As soon as I saw this title and plot announced, I knew the book would be fan service. Having now read it, I say, yeah, so what? Kleypas is excellent at keeping her previous characters themselves when they reappear, which makes seeing them again delightful. And though she gives Sebastian and Evangeline a whole prologue to themselves, she doesn’t overdo the nostalgia.
And this isn’t a retread of Devil in Winter, nor would it have made sense for it to be one. Gabriel, eldest son of that couple, has had the privilege of growing up in a warm, loving, and witty family. Unlike his father, he’s also grown up with a strong sense of responsibility and need to achieve. There really isn’t anything particularly devilish about him, other than that he’s having an affair with a married woman.
This misnaming contributes to a flatness at the end of the book. Gabriel thinks of himself as having a sexual “dark side,” which turns out to be absolutely nothing. The story would more aptly be called Incredibly Devoted Sex God in Spring. The ending fails in other ways too, introducing a new, over-the-top conflict instead of dealing with the genuine, realistic issue that already existed for the couple.
That said, the first three-fourths of the book are delightful. Our heroine is Pandora, the rather wild child from the previous two books in the Ravenel series. Here we learn that Pandora has a disability resulting from childhood abuse; she lost hearing in one ear and frequently has episodes of severe vertigo and tinnitis. I don’t know if it was the author’s intent, but I suspect Pandora would also be diagnosed with ADD today, and possibly with ASD. Her mind moves quickly from thought to thought, making her seem forgetful and disorganized, she has anxiety in crowds and unfamiliar places, and she’s always entirely herself, no matter how hard she tries to be like everyone else.
After Gabriel quite innocently compromises Pandora — see, not devilish at all, his father would totally have gotten some foreplay out of it — he knows he has to do the right thing, but is worried about how this scatterbrained, antisocial woman would manage as his eventual duchess. To his amazement, Pandora has no desire at all to manage: she’s on the verge of starting a boardgame design business and her plans for her life do not include giving up everything she’s worked for to a husband. (Which the law would force upon them.) As Gabriel falls more and more for her, he has to use his charms and occasionally devious intelligence to convince her he’s worth the risk.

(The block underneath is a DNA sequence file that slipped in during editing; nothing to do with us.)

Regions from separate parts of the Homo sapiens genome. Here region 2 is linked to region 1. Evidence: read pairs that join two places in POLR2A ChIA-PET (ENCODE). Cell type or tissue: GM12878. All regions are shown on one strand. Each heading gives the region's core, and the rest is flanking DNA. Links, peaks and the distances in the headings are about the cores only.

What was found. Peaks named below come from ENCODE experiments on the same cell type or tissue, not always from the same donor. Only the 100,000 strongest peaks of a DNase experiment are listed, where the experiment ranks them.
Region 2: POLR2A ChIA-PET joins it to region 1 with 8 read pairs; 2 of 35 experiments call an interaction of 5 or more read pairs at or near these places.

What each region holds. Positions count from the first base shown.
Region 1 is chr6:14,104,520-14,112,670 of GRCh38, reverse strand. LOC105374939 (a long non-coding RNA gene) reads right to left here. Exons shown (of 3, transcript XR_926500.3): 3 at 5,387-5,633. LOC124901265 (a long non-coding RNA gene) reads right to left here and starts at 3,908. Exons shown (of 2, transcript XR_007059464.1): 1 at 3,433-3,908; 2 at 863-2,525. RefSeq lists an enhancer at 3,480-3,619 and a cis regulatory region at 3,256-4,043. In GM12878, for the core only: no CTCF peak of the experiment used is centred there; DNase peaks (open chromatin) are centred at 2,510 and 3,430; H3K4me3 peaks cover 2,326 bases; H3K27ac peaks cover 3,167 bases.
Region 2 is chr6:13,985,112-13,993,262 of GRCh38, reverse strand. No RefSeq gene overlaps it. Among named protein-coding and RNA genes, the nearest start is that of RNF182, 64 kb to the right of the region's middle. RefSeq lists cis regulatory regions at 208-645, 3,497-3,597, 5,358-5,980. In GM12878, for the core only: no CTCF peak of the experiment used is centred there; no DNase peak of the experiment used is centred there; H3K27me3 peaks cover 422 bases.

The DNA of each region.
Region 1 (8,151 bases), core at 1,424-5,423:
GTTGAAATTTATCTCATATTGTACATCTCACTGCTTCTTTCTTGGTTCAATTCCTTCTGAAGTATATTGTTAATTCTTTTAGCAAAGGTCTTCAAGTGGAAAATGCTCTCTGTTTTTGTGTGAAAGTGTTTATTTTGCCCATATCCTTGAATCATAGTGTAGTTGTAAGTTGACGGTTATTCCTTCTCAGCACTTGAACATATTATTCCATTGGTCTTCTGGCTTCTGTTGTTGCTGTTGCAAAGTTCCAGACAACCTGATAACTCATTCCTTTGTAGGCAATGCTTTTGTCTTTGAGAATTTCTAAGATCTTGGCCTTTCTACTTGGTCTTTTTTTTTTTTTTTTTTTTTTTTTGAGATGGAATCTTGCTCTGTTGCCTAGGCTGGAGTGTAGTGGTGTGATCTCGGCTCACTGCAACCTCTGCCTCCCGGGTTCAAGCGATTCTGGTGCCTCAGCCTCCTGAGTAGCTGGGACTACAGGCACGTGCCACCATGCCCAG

I adored this courtship. The love scenes are achingly slow and gorgeous. But it was the conversation and witty dialogue that really won my heart. It’s such a funny book, and they have so much fun together.
But Pandora is also very clear about her feelings and needs.
“‘Damn it Pandora, I can’t promise not to protect you.’
‘Protecting can turn into controlling’
‘No one has absolute freedom. Not even me.’
‘But you have so much of it. When someone has only a little of something, they have to fight to keep from losing any of it.'”
Her insights made the ending even more disappointing to me, when a conflict arises between and then is instantly brushed off as nothing after some time in the sack.
So, not as terrific a book as it could have been. But there was much to love, and perhaps most of all, the theme of acceptance. In giving Pandora his acceptance of her, flaws and all, Gabriel also finds he can just be himself with her, flaws and all, the one thing this beloved golden child needed.